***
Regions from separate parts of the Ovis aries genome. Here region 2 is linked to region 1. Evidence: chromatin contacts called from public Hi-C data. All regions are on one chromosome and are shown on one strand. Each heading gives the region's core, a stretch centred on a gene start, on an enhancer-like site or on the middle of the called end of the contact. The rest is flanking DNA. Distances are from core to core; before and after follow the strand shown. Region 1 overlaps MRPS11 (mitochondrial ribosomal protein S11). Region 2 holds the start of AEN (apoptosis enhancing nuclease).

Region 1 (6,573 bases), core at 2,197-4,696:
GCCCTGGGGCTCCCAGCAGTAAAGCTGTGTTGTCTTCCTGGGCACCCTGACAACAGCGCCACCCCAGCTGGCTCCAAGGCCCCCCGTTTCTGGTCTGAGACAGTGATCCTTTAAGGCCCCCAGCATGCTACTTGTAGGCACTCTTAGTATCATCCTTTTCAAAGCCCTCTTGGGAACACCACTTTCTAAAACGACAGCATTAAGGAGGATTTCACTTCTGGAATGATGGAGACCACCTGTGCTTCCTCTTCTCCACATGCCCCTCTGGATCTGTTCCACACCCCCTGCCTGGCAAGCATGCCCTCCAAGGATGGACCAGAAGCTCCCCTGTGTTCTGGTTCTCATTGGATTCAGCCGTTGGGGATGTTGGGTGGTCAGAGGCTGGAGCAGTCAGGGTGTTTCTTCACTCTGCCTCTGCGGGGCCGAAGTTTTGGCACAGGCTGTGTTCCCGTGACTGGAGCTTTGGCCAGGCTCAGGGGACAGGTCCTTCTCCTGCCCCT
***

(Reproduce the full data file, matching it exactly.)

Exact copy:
Regions from separate parts of the Ovis aries genome. Here region 2 is linked to region 1. Evidence: chromatin contacts called from public Hi-C data. All regions are on one chromosome and are shown on one strand. Each heading gives the region's core, a stretch centred on a gene start, on an enhancer-like site or on the middle of the called end of the contact. The rest is flanking DNA. Distances are from core to core; before and after follow the strand shown. Region 1 overlaps MRPS11 (mitochondrial ribosomal protein S11). Region 2 holds the start of AEN (apoptosis enhancing nuclease).

Region 1 (6,573 bases), core at 2,197-4,696:
GCCCTGGGGCTCCCAGCAGTAAAGCTGTGTTGTCTTCCTGGGCACCCTGACAACAGCGCCACCCCAGCTGGCTCCAAGGCCCCCCGTTTCTGGTCTGAGACAGTGATCCTTTAAGGCCCCCAGCATGCTACTTGTAGGCACTCTTAGTATCATCCTTTTCAAAGCCCTCTTGGGAACACCACTTTCTAAAACGACAGCATTAAGGAGGATTTCACTTCTGGAATGATGGAGACCACCTGTGCTTCCTCTTCTCCACATGCCCCTCTGGATCTGTTCCACACCCCCTGCCTGGCAAGCATGCCCTCCAAGGATGGACCAGAAGCTCCCCTGTGTTCTGGTTCTCATTGGATTCAGCCGTTGGGGATGTTGGGTGGTCAGAGGCTGGAGCAGTCAGGGTGTTTCTTCACTCTGCCTCTGCGGGGCCGAAGTTTTGGCACAGGCTGTGTTCCCGTGACTGGAGCTTTGGCCAGGCTCAGGGGACAGGTCCTTCTCCTGCCCCT